Investigation and Experimentation
1. Scientific progress is made by asking meaningful questions and conducting careful investigations. As a basis for understanding this concept and addressing the content in the other four strands, students should develop their own questions and perform
investigations. Students will:
a. Select and use appropriate tools and technology (such as computer-linked
probes, spreadsheets, and graphing calculators) to perform tests, collect data,
analyze relationships, and display data.
b. Identify and communicate sources of unavoidable experimental error.
c. Identify possible reasons for inconsistent results, such as sources of error or
d. Formulate explanations by using logic and evidence.
f. Distinguish between hypothesis and theory as scientific terms.
g. Recognize the usefulness and limitations of models and theories as scientific representations of reality.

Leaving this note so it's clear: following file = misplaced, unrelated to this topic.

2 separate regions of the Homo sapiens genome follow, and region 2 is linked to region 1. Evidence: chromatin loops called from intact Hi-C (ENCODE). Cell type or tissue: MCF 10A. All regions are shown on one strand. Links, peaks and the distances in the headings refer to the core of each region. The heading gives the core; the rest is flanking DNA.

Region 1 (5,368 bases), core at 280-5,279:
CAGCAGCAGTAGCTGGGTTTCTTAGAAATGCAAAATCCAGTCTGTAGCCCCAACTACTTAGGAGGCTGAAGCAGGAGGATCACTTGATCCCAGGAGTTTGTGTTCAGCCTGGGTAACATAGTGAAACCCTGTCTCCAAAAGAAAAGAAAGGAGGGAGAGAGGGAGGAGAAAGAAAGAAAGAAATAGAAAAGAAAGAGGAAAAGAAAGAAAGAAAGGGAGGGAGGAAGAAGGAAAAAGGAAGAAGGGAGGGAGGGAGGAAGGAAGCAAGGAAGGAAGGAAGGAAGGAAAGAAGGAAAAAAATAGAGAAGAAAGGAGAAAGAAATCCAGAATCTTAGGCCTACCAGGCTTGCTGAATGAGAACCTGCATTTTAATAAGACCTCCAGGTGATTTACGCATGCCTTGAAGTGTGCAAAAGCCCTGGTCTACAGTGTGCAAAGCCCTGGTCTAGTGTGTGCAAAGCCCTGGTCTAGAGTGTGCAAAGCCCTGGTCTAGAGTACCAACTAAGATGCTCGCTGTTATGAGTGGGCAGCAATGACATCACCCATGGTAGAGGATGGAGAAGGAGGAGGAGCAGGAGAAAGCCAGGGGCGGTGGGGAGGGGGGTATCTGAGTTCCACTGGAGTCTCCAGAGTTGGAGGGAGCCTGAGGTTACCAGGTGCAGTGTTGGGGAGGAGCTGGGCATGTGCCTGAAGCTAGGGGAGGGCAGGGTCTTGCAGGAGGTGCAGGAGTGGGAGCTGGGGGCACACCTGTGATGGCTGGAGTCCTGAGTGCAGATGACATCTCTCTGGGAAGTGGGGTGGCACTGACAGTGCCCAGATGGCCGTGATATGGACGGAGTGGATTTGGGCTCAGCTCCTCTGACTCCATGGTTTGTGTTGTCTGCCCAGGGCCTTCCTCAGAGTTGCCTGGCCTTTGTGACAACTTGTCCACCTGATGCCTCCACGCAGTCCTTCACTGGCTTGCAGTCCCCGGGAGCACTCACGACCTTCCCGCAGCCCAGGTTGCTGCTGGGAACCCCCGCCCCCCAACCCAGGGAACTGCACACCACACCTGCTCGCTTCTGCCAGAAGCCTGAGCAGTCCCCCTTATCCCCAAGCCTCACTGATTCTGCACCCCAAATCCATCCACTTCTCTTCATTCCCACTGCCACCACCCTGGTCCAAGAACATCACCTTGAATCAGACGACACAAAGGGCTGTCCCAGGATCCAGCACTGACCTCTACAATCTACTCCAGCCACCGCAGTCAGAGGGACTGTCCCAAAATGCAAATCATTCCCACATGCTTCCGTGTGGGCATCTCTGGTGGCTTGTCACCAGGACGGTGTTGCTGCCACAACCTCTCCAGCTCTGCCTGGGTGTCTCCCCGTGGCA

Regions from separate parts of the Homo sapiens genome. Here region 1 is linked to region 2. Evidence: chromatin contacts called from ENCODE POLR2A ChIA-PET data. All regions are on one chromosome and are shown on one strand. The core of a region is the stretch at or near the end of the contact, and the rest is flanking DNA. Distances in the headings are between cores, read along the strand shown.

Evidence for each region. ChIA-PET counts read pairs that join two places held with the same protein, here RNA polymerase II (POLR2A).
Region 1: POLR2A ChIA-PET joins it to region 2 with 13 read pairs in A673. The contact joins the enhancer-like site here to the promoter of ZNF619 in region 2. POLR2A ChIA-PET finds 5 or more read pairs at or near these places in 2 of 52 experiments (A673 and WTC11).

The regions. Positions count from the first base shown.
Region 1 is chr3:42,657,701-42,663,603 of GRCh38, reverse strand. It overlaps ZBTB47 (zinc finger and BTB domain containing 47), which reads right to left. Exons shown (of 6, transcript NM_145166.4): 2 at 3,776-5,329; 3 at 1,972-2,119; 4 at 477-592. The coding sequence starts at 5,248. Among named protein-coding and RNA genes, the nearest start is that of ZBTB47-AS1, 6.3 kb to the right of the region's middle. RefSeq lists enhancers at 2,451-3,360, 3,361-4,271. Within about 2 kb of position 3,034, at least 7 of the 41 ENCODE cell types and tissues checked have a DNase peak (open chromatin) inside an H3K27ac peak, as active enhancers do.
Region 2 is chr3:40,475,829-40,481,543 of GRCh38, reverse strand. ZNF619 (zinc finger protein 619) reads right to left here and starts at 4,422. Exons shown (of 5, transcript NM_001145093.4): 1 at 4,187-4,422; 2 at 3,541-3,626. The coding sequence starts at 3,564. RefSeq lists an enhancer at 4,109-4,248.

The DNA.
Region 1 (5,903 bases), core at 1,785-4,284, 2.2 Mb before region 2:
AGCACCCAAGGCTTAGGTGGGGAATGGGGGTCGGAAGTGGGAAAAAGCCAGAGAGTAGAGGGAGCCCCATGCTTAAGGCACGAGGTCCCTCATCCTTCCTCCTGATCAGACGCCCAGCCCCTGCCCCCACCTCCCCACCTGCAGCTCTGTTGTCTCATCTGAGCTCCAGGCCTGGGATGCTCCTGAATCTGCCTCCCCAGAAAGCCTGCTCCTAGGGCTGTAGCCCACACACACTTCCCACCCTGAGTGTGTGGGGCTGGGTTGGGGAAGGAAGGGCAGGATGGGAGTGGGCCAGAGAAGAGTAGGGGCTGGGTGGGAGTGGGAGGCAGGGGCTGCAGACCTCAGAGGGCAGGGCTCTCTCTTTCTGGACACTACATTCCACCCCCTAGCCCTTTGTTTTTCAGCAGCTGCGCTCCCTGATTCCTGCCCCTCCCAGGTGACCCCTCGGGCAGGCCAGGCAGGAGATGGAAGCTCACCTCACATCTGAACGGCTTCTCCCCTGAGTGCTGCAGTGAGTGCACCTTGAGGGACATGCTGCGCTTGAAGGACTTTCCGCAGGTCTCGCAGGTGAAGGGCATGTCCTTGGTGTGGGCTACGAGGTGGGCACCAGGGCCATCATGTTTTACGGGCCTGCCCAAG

i. Analyze the locations, sequences, or time intervals that are characteristic of
natural phenomena (e.g., succession of species in an ecosystem).
j. Recognize the issues of statistical variability and the need for controlled tests.
k. Recognize the cumulative nature of scientific evidence.
l. Analyze situations and solve problems that require combining and applying
concepts from more than one area of science.
m. Investigate a science-based societal issue by researching the literature, analyzing data, and communicating the findings. Examples of issues include irradiation of food, cloning of animals by somatic cell nuclear transfer, choice of energy sources, and land and water use decisions in California.
n. Know that when an observation does not agree with an accepted scientific
theory, the observation is sometimes mistaken or fraudulent (e.g., the Piltdown Man fossil or unidentified flying objects) and that the theory is sometimes wrong (e.g., the Ptolemaic model of the movement of the Sun, Moon, and planets).